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An introduction to Orkney witches

In Scotland witchcraft became a criminal offence in 1563. From then until 1736, when the law was repealed, hundreds of innocent men, women and children were falsely accused, tortured and burnt or 'worried' at the stake.

Before the law was passed, making witchcraft a crime against the church, witchcraft was generally a pastime exercised by some of those with wealth, status and power. It was associated with politics and was often used to overthrow opponents.

After the law was passed churches and their ministers became more 'vigilant' in putting 'friends of the devil' on trial. The greatest number of prosecutions and executions for witchcraft took place between 1590 and 1680.

Prosecutions were most frequent in the east coast of Scotland, Aberdeen, Edinburgh, Ayrshire and Orkney. These were the areas of Scotland which were fully administered by the Kirk Session, Secular Courts and Presbyteries.

These educated men were eager to believe that human beings could turn themselves into 'familiars' (animals), fly on broomsticks and raise storms. Witchcraft was a sin against God and the church and so these 'good' men saw it as their Christian duty to identify as many witches as they could.

Because of the strength of superstitions and ancient beliefs, Orkney had a terrible reputation as being a haven for witches. Hoy had many witches as they liked to perform rituals in the shadows of hills. Of course, Hoy – being the 'high' island because of its hills – was an idea spot for a bit of night-time dancing and spell-making.

There were many signs to look out for to prove that someone was a witch or warlock. Here are just some of the signs that the men of the church would search for:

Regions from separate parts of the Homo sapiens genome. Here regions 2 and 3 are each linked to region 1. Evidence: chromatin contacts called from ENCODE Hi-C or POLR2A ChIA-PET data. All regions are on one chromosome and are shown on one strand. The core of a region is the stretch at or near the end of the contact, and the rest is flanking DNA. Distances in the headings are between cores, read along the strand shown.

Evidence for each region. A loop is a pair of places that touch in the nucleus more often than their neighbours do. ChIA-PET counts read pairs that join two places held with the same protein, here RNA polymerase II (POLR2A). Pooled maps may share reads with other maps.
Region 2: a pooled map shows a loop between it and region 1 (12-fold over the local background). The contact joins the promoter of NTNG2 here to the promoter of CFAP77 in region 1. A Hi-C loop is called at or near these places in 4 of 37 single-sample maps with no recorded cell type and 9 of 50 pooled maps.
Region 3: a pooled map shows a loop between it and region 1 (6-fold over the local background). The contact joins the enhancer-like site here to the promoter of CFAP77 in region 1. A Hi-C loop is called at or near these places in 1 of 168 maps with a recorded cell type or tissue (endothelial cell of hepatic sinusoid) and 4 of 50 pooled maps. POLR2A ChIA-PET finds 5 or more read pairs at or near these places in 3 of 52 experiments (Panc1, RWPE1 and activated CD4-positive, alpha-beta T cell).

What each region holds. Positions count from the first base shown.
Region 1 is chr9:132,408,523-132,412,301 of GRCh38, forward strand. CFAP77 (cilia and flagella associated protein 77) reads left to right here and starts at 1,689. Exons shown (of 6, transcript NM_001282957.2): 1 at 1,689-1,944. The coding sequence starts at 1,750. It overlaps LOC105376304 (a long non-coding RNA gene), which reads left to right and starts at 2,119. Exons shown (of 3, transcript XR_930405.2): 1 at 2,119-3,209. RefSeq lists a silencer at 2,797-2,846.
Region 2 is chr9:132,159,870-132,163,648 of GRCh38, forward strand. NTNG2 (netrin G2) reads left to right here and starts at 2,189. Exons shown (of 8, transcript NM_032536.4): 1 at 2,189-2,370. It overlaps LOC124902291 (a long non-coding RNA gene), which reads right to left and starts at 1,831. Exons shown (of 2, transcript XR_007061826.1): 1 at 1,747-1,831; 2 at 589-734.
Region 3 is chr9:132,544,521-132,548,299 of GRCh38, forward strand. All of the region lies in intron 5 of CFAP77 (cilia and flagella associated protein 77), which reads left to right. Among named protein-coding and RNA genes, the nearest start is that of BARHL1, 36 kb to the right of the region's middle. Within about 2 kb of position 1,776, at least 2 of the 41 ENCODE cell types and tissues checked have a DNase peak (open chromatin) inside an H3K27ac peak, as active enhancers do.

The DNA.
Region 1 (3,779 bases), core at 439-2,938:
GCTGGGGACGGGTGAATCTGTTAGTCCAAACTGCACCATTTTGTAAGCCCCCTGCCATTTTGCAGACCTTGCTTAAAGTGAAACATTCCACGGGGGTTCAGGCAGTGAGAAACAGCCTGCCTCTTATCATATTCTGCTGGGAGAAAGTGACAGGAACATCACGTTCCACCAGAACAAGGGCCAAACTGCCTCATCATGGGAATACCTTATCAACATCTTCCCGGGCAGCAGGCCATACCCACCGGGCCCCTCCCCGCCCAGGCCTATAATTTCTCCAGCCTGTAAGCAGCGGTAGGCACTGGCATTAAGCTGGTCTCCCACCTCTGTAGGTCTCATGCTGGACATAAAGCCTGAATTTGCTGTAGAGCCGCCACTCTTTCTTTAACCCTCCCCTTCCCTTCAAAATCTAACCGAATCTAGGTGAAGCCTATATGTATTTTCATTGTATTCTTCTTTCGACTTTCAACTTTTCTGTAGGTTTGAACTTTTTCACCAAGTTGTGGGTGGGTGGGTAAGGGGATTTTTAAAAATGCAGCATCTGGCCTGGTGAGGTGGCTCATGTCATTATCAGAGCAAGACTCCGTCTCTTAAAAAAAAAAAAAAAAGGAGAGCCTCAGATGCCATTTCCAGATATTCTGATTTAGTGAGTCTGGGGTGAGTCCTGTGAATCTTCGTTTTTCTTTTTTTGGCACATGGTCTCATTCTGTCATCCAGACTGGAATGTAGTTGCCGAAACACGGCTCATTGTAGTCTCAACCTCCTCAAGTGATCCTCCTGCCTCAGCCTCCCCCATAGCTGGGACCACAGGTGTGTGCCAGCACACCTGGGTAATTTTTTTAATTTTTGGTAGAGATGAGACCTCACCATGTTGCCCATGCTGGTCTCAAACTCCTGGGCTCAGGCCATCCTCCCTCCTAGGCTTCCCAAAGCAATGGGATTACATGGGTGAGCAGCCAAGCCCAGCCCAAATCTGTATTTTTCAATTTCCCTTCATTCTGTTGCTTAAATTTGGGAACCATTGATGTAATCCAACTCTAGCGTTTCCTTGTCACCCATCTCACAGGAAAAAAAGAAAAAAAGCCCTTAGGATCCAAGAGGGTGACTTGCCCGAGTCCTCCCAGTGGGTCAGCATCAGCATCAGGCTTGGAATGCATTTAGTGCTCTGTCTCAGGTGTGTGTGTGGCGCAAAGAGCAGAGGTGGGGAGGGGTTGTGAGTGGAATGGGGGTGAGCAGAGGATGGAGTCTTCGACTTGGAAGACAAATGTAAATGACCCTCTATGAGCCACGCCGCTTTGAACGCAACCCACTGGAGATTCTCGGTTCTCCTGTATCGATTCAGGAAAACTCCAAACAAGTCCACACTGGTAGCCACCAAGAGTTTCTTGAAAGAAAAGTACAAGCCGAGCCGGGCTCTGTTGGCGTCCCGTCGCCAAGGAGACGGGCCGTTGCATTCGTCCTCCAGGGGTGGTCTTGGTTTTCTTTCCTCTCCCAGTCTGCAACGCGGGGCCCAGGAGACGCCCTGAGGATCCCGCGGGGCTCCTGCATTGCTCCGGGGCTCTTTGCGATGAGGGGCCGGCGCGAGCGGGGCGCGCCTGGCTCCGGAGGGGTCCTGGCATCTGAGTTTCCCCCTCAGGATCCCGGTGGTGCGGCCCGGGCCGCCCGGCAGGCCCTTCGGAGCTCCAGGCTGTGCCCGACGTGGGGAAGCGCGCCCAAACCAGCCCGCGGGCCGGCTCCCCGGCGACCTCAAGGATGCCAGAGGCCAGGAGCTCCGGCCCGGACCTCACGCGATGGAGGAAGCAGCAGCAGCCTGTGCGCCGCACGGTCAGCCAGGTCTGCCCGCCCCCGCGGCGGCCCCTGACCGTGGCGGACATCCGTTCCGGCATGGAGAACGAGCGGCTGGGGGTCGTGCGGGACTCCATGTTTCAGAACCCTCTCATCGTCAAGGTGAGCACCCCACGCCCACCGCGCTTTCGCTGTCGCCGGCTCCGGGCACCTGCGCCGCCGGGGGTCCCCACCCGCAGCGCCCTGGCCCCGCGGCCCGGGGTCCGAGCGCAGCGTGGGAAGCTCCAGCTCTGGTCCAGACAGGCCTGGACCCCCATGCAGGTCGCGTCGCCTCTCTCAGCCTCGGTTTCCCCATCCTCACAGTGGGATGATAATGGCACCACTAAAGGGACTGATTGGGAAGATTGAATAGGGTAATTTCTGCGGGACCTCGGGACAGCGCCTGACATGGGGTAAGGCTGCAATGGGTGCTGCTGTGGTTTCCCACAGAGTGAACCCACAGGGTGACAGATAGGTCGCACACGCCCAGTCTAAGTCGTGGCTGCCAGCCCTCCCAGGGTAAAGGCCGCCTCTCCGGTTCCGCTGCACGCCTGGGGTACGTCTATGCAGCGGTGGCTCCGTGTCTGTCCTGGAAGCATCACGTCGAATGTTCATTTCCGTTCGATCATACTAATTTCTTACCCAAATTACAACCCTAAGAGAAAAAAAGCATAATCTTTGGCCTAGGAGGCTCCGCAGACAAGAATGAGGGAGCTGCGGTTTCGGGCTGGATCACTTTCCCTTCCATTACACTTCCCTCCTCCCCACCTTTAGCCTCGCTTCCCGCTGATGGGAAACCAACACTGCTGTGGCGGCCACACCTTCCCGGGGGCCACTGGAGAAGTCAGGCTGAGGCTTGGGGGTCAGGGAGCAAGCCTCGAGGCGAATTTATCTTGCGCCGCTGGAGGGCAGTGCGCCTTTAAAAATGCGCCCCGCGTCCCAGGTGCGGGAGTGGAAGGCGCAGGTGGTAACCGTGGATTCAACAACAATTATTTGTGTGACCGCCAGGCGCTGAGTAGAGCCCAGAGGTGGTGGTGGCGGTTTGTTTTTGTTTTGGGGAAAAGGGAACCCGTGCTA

• The ability to fly
  • The inability to shed tears
  • Being able to turn themselves into an animal (a cat was a firm favourite)
  • The possession of a third nipple or teat, so they could suckle the devil
  • Having red spots, similar to flea bites
  • Parts of the body which were sunk in or hollow. These were usually in secret places and sometimes the clergy had to be particularly vigilant in seeking these places out. The sign might be among the hair, in the eyebrows or hidden under the arm pit. Very clever witches might have the mark hidden within the mouth or in private places
  • Moles which did not bleed when pierced by a brass pin
  • The inability to feel pain
  • Being unable to recite the Lord’s Prayer all the way through without making any mistakes.

With all those to choose from it is hardly any wonder that so many people were accused of witchcraft.

Between the years of 1596 and 1615 no less than 47 witches from Orkney were put on trial. Some were taken to Edinburgh to stand trial whilst others were put in Marwick’s Hole in St Magnus Cathedral before being tried.

Some cases accused the victim of 'taking the profit' – this was when a cow might stop giving milk, or a churn might stop producing butter. They might be held responsible for the crops failing or animals becoming sick.

Another common accusation was that they had healed someone who was sick – perhaps by using potions of by transferring the illness to another.

If found guilty they would be led to Gallow Hill and tied to a stake. If they were lucky the hangman would strangle them before the flames had a chance to burn them alive.

You can read about some of the Orkney witches in this section of the website.